Home Business News Many employees missing out on saving more than £1,199 a year on travel costs

Many employees missing out on saving more than £1,199 a year on travel costs

by LLB Reporter
5th Jun 23 1:07 pm

New research for Bike Week has revealed that 64% of UK employees have a cycle to work scheme, but only 25% of them are using it.

Amidst a 5.9% increase in train commuting costs earlier this year, the financial strain faced by many Britons has intensified, but according to new data from Sodexo Engage, only 11% of UK employees surveyed are currently choosing to cycle to work, one of the most cost efficient forms of commute.

Despite the potential for significant savings, a considerable number of UK employees are not yet taking advantage of Cycle to Work schemes. With an average of 3.15 commuting days per week and an average cost of £7.93 per commute, respondents were spending an average of £24.97 on commuting expenses each week. Over the course of a year, this accounts to a staggering £1,199.016 per employee. Notably, for those in London, the figures skyrocket to £1,577.016, making it the most expensive commute in the UK.

Graham James, Director at Sodexo Engage, said “Cycle to Work schemes can help employees save on increasingly expensive commutes. But clearly just having a scheme doesn’t guarantee take up, as our research shows. It’s important that employers are communicating these benefits and making it as easy as possible for employees to make use of them in order to gain those all-important savings.”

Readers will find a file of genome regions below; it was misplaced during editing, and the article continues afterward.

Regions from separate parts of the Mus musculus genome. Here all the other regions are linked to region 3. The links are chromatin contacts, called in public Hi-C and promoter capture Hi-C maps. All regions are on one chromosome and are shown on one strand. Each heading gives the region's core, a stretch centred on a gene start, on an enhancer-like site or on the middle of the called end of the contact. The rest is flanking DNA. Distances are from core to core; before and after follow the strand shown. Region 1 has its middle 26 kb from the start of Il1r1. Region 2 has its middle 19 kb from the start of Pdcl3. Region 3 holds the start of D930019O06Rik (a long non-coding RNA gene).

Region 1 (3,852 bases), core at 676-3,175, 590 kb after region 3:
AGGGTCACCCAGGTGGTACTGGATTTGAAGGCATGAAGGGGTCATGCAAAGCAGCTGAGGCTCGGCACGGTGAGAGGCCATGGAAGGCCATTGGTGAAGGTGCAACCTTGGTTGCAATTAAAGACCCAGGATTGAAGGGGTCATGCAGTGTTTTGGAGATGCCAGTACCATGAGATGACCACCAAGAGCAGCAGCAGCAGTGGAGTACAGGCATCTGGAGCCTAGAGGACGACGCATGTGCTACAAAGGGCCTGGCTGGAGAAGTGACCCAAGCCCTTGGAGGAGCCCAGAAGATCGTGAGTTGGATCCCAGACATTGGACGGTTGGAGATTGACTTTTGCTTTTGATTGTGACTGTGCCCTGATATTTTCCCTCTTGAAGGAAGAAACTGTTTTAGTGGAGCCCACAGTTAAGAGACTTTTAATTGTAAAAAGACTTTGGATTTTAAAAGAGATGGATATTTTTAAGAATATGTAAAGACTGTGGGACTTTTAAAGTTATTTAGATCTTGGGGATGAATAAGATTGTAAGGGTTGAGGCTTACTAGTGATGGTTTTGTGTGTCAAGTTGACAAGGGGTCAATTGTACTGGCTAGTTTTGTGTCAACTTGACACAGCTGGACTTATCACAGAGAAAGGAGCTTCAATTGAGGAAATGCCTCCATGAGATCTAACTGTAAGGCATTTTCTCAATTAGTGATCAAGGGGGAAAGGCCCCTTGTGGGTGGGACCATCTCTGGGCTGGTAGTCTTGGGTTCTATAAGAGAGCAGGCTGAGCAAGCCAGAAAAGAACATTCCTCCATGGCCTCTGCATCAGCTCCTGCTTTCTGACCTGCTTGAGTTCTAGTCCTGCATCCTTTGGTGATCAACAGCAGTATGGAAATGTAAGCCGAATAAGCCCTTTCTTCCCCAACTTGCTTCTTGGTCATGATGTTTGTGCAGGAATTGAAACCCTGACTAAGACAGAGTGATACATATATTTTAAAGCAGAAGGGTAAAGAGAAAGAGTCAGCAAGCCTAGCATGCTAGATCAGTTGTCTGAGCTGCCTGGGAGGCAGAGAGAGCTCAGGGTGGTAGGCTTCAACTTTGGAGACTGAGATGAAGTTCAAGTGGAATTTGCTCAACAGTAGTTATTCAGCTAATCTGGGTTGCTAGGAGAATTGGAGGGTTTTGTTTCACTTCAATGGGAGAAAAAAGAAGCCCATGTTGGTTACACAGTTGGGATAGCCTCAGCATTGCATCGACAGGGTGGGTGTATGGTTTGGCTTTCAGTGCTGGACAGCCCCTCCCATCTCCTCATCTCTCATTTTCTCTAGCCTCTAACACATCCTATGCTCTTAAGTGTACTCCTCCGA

With a Cycle to Work scheme, employees can save up to 42% in tax and NI contributions and spread the cost across 12 – 18 months, making it a much more affordable alternative to a costly commute. Moreover, once the bike has been fully paid off, employees can continue to enjoy savings without any additional expenses. In addition to these benefits, cycling to work can boost an employee’s mental and physical wellbeing, as well as being a much greener option than other modes of transport.

When asked why they didn’t want to cycle to work, 33% of respondents were concerned about the distance between their place of work and home, while another 14% said their workplace didn’t have the facilities to allow them to shower when they arrived.

Graham continued, “The reasons given as to why people aren’t cycling to work shows a clear need to empower employees to help them realise that cycling to work is a viable option to offset the cost of commuting. This will require a holistic approach from HR and business leaders, encouraging employees to take up cycling and make full use of the Cycle to Work benefit.”

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